International trade and retailing: Diversity versus accessibility and the creation of retail deserts
AbstractThe retail sectors in many industrialized countries have experienced a large increase in concentration and the appearance of so-called \retail deserts\, areas of low retail provision. This study addresses the role of international trade in this process. The analysis shows that by raising product diversity, international trade also raises the costs of provision in retailing and leads to a consolidation in this industry. As a consequence, surviving retailers have larger catchment areas and consumers have to travel longer distances for their errands. These adjustments in retailing create a trade-off between diversity and accessibility, and international trade is not unambiguously welfare improving. --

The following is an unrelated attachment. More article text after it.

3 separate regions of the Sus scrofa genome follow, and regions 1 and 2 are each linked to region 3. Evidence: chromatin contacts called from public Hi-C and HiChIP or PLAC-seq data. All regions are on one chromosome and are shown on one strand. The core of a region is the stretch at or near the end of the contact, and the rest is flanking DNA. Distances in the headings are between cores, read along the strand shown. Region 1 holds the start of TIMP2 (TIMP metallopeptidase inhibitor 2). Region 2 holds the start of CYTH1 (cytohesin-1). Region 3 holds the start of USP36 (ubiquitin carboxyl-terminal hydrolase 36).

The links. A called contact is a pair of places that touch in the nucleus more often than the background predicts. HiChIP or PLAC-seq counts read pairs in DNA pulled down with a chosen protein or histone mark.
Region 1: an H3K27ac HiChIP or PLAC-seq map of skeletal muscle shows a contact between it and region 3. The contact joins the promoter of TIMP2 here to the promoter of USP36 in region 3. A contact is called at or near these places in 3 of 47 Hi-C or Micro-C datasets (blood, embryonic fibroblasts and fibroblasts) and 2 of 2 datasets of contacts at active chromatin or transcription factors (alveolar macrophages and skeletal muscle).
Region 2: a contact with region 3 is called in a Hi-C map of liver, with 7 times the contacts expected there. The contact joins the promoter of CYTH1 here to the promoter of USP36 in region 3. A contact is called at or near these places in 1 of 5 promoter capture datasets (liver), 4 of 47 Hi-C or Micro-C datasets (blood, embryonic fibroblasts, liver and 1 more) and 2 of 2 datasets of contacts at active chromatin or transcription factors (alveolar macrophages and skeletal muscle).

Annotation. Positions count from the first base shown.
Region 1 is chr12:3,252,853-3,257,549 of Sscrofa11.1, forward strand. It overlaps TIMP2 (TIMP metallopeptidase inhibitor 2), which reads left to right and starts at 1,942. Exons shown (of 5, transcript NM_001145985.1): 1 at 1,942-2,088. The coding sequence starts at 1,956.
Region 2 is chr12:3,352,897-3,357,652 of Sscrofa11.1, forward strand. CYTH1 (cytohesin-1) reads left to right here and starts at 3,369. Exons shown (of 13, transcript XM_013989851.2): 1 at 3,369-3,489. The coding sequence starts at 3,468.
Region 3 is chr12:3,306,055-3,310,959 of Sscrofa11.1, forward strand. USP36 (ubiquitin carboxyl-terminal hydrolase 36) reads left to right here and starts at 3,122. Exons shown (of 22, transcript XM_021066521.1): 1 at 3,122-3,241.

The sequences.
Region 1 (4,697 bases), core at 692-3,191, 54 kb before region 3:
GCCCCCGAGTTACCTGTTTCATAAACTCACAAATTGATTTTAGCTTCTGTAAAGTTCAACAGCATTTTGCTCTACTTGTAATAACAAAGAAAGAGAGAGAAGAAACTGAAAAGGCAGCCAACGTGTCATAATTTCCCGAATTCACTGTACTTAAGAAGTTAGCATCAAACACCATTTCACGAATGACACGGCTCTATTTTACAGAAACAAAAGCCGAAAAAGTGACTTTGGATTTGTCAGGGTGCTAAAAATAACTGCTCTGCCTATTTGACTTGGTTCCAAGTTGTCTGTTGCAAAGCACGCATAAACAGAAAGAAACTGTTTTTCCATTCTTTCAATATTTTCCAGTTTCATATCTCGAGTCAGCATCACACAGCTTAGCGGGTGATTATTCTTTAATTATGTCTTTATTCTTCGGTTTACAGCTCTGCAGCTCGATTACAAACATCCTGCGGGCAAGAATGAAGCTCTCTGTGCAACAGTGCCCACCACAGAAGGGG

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Bibliographic InfoPaper provided by University of Goettingen, Department of Economics in its series Center for European, Governance and Economic Development Research Discussion Papers with number 66.
Date of creation: 2007
Date of revision:
international trade; retailing; diversity; accessibility; retail deserts;
Find related papers by JEL classification:
- F12 - International Economics - - Trade - - - Models of Trade with Imperfect Competition and Scale Economies; Fragmentation
- L11 - Industrial Organization - - Market Structure, Firm Strategy, and Market Performance - - - Production, Pricing, and Market Structure; Size Distribution of Firms
- L81 - Industrial Organization - - Industry Studies: Services - - - Retail and Wholesale Trade; e-Commerce
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